It took four years for Hassan Blasim to walk from Iraq to Finland, where he now resides as a refugee. As a child he dreamt of becoming a writer, because writing gave his life meaning. Blasim made a thought-provoking point: Iraqis consider him westernised, while at the same time he is not fully accepted by Finnish people either. This is a complicated situation that can lead you to believe you do not belong anywhere.
Finnish-Swede Mathias Rosenlund uses his books to address a topic that Finns find quite unpopular: poverty. He believes that people are reluctant to admit to themselves that not everyone around them is well off and that some people find it difficult to cope financially.
British writer Mike Collier, who lives in Latvia, has sought to encourage local Latvian writers to come forward with their previously unpublished works by participating actively in Latvian literary life and society. Satirical authors were persecuted in the 1930s and continue to be persecuted even now. Satire hurts people’s feelings and people take it very seriously. The way society resonates in literature matters a lot to people.
Otto Kaarel Altroff, who studies at Tallinn Secondary School of Science, went to Lake Peipsi in order to get to know the culture of the Old Believers and to live in their homes for a few days, surrounded by their culture. Altroff stated that when it comes to strangers, national minorities are often protective of their culture in order to preserve it. In order to be able to explore a foreign culture, we have to be considerate, empathic and friendly towards it. The more aware people are of different ethnic groups, the greater the harmony in which we can all live together.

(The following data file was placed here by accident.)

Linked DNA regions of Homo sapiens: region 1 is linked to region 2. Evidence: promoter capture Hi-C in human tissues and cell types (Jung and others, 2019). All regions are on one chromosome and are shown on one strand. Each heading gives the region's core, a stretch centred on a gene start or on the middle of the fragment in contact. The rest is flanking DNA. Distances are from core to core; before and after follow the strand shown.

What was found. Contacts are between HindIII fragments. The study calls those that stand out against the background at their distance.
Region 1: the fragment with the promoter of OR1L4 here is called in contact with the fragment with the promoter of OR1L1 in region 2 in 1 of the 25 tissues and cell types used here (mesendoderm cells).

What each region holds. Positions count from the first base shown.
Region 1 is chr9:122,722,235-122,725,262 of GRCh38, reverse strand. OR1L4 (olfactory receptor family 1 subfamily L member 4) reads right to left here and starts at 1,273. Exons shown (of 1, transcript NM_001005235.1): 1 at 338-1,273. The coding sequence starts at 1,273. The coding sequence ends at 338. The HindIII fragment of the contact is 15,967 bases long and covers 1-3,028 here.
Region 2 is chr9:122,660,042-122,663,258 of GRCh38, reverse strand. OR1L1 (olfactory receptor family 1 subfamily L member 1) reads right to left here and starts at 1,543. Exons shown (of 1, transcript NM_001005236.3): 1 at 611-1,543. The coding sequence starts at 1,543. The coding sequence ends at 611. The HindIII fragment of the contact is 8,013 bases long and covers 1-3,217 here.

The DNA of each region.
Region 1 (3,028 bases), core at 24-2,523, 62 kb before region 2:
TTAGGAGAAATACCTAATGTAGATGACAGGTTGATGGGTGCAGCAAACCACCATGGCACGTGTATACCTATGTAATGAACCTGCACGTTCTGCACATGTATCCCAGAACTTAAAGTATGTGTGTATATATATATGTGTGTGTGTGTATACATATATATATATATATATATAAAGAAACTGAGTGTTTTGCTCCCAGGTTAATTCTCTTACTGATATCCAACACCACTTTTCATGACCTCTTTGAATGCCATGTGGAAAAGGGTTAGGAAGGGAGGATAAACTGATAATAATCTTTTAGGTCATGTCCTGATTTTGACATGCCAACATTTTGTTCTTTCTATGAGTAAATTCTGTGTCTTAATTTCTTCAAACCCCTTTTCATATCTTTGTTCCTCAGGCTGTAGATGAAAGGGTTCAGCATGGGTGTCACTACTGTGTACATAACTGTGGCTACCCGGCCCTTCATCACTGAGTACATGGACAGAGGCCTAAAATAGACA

It is impossible to plan creation, because creation is like nature and always seems to have the upper hand, said Rawdna Carita Eira, a Sámi poet and playwright. Lapland requires people to adapt to it – you take what you are given instead of taking what you want. Rich in natural resources, Lapland is of great worth to the countries where it is located, but Sámi culture is closely intertwined with notions of land, water and air. To sing about something or someone in the Sámi language is to describe everything in its entirety. Sámi people do not live in a closed society. They welcome visitors and work together with other cultures. These people, who have historically been repressed, are now reaching out to others through different art forms so as not to be forgotten.
Poets Chriman Karim and Juha Kulmala, who participated in the Finnish Poetry Stage project, and Marja Mäenpää, the project’s manager, agreed that translating poetry reveals that all poets deal with topics such as love, sadness and nature, regardless of where they live.
Azar Mahloujian was one of the supporters of the revolution in Iran. She worked in a library and was a respected member of society. When she came to Sweden in 1982 she suddenly became a nobody. Her education and work experiences seemed to mean nothing at all. It was as if she were a helpless child. But now she is free. She has proven her worth and rebuilt herself, so to speak. She now lives without censorship.
Anne-Ly Reimaa, the deputy secretary general for Cultural Diversity with the Estonian Ministry of Culture, said that common fictional characters bring people from different cultural backgrounds closer together and help them communicate with one another. This is why the Ministry of Culture supports the extensive translation of Estonian children’s literature.
The Nordic Council of Ministers’ Office in Estonia organised the fourth Nordic-Baltic literature forum in cooperation with the Estonian Publishers’ Association, the Estonian Writers’ Union, the National Library of Estonia, Tallinn Central Library, the Estonian Librarians Association, the Finnish Institute in Estonia and the Nordic embassies in Tallinn. The literature forum also served as the opening of Tallinn Book Fair.